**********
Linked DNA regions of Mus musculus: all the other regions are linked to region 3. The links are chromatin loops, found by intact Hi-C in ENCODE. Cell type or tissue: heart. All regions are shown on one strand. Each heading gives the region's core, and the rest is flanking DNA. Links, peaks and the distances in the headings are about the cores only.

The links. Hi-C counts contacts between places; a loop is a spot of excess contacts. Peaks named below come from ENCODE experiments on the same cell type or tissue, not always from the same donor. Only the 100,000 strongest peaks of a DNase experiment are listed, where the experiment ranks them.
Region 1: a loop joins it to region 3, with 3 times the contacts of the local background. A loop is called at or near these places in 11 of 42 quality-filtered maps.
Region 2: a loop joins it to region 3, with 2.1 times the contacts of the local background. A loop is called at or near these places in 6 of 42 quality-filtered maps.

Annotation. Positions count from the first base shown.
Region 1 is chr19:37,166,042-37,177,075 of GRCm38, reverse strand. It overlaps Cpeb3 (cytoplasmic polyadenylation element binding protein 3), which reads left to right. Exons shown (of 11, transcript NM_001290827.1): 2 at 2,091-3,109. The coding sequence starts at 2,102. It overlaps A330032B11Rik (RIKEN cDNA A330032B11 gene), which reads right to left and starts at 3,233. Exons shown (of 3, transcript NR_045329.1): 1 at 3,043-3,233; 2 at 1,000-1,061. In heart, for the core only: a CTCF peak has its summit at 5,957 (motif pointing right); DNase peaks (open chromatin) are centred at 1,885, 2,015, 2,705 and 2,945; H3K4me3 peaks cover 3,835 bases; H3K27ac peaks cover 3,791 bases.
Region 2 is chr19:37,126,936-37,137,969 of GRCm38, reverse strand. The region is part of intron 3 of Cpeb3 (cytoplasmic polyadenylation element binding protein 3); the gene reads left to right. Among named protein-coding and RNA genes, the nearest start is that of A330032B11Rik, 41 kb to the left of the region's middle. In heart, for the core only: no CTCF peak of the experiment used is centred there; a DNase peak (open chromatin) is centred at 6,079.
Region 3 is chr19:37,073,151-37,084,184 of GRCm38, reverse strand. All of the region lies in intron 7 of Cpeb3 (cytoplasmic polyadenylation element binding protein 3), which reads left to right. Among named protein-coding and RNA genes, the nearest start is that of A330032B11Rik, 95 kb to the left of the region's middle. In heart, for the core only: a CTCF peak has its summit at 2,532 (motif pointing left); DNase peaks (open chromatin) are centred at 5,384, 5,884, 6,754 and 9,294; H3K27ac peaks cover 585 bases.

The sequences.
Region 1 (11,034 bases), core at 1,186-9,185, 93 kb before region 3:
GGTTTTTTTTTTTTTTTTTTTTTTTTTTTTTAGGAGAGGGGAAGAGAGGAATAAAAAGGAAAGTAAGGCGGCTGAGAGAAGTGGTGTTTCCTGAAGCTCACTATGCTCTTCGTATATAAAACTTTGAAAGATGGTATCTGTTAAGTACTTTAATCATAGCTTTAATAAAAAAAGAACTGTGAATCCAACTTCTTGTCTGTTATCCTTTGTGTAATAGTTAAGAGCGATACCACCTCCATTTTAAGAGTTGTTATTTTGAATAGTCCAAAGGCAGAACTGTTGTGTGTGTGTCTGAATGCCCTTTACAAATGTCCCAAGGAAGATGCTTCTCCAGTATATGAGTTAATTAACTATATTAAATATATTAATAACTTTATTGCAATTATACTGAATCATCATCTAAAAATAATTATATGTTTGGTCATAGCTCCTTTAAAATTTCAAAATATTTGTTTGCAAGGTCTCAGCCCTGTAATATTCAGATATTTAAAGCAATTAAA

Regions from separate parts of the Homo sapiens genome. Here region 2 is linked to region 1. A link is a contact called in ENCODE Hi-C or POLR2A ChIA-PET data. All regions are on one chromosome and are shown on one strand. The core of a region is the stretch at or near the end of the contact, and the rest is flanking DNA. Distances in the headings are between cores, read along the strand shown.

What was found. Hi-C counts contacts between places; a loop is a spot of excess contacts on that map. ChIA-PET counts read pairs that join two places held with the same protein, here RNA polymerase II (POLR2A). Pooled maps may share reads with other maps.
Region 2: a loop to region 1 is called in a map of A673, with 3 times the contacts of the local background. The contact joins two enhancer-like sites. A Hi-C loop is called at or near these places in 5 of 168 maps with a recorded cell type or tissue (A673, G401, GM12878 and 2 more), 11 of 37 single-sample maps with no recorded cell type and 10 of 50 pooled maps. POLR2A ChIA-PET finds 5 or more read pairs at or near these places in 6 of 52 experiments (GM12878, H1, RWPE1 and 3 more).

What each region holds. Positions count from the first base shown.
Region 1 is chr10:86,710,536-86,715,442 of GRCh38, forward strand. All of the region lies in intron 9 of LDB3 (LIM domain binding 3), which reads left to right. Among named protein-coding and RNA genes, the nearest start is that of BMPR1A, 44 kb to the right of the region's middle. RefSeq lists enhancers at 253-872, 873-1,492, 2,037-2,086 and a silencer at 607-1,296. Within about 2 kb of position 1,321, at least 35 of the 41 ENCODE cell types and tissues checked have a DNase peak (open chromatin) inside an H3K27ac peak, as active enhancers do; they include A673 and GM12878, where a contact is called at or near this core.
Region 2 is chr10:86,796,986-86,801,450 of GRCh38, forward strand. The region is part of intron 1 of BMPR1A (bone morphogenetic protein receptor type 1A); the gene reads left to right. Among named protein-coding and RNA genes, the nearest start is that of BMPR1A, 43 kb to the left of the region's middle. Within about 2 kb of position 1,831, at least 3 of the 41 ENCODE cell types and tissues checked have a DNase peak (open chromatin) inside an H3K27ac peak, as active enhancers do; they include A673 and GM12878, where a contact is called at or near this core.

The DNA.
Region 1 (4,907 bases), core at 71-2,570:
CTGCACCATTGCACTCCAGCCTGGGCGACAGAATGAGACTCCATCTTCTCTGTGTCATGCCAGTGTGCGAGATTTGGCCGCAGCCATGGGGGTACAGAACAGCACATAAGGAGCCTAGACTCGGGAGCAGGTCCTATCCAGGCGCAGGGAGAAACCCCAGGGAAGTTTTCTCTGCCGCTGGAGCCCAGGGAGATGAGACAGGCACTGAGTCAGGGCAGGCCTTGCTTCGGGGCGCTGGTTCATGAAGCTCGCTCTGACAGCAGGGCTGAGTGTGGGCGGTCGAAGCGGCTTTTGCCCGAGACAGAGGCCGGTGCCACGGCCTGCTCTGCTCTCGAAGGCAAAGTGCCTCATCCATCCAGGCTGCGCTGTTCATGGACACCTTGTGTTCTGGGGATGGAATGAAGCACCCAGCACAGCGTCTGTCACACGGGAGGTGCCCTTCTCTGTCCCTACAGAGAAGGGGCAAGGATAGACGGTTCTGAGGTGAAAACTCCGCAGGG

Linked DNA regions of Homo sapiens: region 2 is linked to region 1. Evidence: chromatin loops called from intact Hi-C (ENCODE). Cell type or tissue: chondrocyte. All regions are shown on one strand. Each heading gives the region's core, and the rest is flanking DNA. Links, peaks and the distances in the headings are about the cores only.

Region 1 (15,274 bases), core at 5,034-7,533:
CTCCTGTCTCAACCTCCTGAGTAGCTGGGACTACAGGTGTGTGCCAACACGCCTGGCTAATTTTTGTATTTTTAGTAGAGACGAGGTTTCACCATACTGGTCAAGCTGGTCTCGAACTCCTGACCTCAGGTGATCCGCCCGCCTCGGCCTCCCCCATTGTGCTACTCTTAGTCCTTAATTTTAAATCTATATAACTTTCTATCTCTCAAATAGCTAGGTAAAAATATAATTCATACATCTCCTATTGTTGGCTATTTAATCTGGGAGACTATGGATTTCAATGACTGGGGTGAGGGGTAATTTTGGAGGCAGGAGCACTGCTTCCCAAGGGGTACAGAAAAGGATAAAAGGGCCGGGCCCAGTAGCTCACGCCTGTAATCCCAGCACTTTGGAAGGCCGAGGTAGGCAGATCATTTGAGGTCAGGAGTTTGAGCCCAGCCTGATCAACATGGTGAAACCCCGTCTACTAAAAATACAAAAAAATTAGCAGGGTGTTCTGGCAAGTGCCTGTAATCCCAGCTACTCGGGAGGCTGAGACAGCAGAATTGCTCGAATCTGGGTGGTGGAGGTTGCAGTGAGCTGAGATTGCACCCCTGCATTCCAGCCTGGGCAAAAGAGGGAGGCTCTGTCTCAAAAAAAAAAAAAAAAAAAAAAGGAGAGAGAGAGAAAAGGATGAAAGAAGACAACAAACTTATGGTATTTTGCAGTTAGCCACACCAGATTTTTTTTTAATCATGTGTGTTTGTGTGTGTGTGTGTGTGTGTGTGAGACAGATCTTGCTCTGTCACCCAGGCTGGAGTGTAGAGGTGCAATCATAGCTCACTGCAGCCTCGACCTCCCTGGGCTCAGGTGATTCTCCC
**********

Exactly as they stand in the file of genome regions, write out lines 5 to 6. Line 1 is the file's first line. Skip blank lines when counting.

Annotation. Positions count from the first base shown.
Region 1 is chr19:37,166,042-37,177,075 of GRCm38, reverse strand. It overlaps Cpeb3 (cytoplasmic polyadenylation element binding protein 3), which reads left to right. Exons shown (of 11, transcript NM_001290827.1): 2 at 2,091-3,109. The coding sequence starts at 2,102. It overlaps A330032B11Rik (RIKEN cDNA A330032B11 gene), which reads right to left and starts at 3,233. Exons shown (of 3, transcript NR_045329.1): 1 at 3,043-3,233; 2 at 1,000-1,061. In heart, for the core only: a CTCF peak has its summit at 5,957 (motif pointing right); DNase peaks (open chromatin) are centred at 1,885, 2,015, 2,705 and 2,945; H3K4me3 peaks cover 3,835 bases; H3K27ac peaks cover 3,791 bases.